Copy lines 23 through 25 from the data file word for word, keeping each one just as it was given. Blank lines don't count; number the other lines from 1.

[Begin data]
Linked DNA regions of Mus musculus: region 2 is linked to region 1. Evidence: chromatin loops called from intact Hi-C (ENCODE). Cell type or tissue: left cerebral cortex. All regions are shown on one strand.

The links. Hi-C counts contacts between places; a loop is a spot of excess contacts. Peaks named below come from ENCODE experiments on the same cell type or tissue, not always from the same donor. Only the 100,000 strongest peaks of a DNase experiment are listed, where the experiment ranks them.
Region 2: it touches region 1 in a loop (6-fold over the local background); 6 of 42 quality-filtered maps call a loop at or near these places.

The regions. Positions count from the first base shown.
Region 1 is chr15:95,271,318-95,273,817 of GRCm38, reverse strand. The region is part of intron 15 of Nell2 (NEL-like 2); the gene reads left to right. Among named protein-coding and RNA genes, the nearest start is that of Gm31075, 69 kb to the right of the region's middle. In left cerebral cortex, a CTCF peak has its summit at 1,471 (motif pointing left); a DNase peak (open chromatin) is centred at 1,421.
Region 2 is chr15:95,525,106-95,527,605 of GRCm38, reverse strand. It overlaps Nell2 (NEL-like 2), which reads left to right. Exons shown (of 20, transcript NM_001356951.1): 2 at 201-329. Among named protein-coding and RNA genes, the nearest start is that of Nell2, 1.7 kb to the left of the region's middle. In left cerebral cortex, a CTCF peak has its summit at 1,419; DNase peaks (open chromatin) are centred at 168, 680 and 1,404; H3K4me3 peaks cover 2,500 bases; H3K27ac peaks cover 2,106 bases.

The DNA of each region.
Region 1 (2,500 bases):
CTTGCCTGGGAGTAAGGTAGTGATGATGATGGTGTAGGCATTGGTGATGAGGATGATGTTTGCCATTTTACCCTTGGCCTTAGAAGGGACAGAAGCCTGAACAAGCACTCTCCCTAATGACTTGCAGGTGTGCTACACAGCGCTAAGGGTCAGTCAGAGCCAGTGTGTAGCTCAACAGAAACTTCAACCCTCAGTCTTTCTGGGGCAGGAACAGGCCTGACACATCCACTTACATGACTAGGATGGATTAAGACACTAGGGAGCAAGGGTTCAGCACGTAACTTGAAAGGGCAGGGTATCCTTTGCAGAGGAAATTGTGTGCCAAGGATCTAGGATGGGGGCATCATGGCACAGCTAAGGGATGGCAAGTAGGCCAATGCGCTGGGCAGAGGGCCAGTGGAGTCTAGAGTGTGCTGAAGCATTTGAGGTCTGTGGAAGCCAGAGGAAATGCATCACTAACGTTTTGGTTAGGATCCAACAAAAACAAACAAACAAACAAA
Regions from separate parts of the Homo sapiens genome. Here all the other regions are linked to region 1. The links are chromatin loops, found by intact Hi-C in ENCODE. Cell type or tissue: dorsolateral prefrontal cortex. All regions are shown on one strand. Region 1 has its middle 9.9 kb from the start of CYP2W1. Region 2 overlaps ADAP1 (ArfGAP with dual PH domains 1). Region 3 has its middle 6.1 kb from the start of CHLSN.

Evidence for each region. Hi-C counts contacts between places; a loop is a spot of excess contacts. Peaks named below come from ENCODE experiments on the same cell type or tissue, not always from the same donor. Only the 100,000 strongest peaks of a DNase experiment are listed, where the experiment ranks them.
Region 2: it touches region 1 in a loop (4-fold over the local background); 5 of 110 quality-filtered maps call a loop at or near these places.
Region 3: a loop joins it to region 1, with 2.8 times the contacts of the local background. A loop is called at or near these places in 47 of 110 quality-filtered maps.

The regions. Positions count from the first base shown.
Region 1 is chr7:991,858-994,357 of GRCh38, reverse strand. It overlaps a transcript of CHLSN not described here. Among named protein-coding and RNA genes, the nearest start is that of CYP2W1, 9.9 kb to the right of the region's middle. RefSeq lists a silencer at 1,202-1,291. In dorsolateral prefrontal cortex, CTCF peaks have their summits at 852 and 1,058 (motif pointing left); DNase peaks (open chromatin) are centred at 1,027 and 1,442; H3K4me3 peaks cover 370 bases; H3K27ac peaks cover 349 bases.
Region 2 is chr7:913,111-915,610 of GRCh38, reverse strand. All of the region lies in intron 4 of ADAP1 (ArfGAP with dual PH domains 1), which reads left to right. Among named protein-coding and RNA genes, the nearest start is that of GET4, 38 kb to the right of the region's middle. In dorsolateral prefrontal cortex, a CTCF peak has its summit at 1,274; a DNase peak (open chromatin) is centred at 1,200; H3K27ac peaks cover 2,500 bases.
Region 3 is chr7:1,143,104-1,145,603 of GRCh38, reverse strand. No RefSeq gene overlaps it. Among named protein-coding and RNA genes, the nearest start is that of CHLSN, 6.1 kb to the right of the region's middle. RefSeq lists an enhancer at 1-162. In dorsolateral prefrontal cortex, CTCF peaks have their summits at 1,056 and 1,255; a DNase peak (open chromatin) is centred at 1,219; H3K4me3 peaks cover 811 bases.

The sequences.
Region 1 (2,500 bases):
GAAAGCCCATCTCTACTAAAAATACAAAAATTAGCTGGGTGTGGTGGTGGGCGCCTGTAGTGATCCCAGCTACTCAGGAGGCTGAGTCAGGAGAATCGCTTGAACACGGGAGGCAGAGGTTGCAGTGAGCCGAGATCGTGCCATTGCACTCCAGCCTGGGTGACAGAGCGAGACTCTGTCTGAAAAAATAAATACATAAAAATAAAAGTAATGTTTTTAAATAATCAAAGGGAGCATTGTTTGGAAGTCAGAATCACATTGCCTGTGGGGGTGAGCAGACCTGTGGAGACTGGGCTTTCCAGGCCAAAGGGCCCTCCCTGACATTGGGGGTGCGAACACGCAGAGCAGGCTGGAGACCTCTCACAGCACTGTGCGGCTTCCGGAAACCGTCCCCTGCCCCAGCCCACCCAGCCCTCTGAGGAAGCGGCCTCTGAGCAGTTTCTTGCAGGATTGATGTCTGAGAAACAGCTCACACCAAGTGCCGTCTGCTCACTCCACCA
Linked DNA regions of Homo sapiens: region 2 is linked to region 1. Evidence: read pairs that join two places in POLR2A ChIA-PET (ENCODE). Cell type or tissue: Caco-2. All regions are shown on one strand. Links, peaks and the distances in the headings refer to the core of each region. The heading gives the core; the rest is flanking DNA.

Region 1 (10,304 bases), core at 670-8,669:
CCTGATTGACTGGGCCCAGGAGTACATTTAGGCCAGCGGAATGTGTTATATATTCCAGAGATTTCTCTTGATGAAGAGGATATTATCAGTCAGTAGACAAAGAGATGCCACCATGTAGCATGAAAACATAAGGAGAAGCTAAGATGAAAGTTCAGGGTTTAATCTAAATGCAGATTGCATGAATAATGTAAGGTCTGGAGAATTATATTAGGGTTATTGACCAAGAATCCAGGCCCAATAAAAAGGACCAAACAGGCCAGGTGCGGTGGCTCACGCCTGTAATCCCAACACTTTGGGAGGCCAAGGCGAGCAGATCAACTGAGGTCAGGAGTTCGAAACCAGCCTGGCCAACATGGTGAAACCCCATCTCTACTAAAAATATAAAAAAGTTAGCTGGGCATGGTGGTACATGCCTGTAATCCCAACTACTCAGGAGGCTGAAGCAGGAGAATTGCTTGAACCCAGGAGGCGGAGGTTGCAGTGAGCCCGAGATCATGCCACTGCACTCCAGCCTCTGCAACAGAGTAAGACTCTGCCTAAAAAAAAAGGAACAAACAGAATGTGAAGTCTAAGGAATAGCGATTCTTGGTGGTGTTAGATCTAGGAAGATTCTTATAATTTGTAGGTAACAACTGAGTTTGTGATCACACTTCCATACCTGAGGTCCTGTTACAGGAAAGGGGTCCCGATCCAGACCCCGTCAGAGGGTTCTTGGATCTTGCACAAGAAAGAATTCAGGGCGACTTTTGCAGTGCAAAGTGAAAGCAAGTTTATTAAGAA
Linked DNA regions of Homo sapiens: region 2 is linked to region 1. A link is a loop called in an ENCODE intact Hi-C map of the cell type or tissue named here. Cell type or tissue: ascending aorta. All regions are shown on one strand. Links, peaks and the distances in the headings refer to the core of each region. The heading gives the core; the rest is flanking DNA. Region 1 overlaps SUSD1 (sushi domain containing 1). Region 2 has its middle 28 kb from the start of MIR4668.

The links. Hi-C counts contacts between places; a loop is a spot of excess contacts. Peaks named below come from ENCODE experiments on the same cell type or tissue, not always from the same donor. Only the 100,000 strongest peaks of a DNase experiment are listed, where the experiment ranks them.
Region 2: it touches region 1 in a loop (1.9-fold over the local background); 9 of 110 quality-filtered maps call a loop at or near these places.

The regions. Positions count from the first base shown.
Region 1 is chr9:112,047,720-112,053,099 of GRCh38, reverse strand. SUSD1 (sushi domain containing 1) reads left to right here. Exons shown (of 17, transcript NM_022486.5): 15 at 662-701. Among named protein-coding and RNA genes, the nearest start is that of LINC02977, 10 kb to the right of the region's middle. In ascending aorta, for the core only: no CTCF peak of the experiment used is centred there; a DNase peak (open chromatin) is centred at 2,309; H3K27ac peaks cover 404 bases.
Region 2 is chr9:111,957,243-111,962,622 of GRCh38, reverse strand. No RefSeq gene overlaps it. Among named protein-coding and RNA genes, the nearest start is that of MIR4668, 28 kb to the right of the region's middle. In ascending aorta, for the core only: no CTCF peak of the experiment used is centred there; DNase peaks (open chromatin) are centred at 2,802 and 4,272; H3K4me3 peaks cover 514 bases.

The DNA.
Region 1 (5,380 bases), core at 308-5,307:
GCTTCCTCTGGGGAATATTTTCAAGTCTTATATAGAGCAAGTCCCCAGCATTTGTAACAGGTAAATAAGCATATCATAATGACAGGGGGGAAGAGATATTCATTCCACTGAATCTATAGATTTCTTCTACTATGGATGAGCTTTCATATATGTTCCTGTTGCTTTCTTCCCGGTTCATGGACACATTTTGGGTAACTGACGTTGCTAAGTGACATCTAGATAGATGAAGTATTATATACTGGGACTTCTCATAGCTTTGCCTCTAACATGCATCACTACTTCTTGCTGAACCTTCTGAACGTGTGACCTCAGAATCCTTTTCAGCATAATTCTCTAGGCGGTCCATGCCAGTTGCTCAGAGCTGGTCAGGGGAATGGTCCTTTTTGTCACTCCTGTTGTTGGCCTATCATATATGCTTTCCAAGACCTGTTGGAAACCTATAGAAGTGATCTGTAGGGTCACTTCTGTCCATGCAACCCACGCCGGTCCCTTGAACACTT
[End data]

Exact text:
CCTGATTGACTGGGCCCAGGAGTACATTTAGGCCAGCGGAATGTGTTATATATTCCAGAGATTTCTCTTGATGAAGAGGATATTATCAGTCAGTAGACAAAGAGATGCCACCATGTAGCATGAAAACATAAGGAGAAGCTAAGATGAAAGTTCAGGGTTTAATCTAAATGCAGATTGCATGAATAATGTAAGGTCTGGAGAATTATATTAGGGTTATTGACCAAGAATCCAGGCCCAATAAAAAGGACCAAACAGGCCAGGTGCGGTGGCTCACGCCTGTAATCCCAACACTTTGGGAGGCCAAGGCGAGCAGATCAACTGAGGTCAGGAGTTCGAAACCAGCCTGGCCAACATGGTGAAACCCCATCTCTACTAAAAATATAAAAAAGTTAGCTGGGCATGGTGGTACATGCCTGTAATCCCAACTACTCAGGAGGCTGAAGCAGGAGAATTGCTTGAACCCAGGAGGCGGAGGTTGCAGTGAGCCCGAGATCATGCCACTGCACTCCAGCCTCTGCAACAGAGTAAGACTCTGCCTAAAAAAAAAGGAACAAACAGAATGTGAAGTCTAAGGAATAGCGATTCTTGGTGGTGTTAGATCTAGGAAGATTCTTATAATTTGTAGGTAACAACTGAGTTTGTGATCACACTTCCATACCTGAGGTCCTGTTACAGGAAAGGGGTCCCGATCCAGACCCCGTCAGAGGGTTCTTGGATCTTGCACAAGAAAGAATTCAGGGCGACTTTTGCAGTGCAAAGTGAAAGCAAGTTTATTAAGAA
Linked DNA regions of Homo sapiens: region 2 is linked to region 1. A link is a loop called in an ENCODE intact Hi-C map of the cell type or tissue named here. Cell type or tissue: ascending aorta. All regions are shown on one strand. Links, peaks and the distances in the headings refer to the core of each region. The heading gives the core; the rest is flanking DNA. Region 1 overlaps SUSD1 (sushi domain containing 1). Region 2 has its middle 28 kb from the start of MIR4668.

The links. Hi-C counts contacts between places; a loop is a spot of excess contacts. Peaks named below come from ENCODE experiments on the same cell type or tissue, not always from the same donor. Only the 100,000 strongest peaks of a DNase experiment are listed, where the experiment ranks them.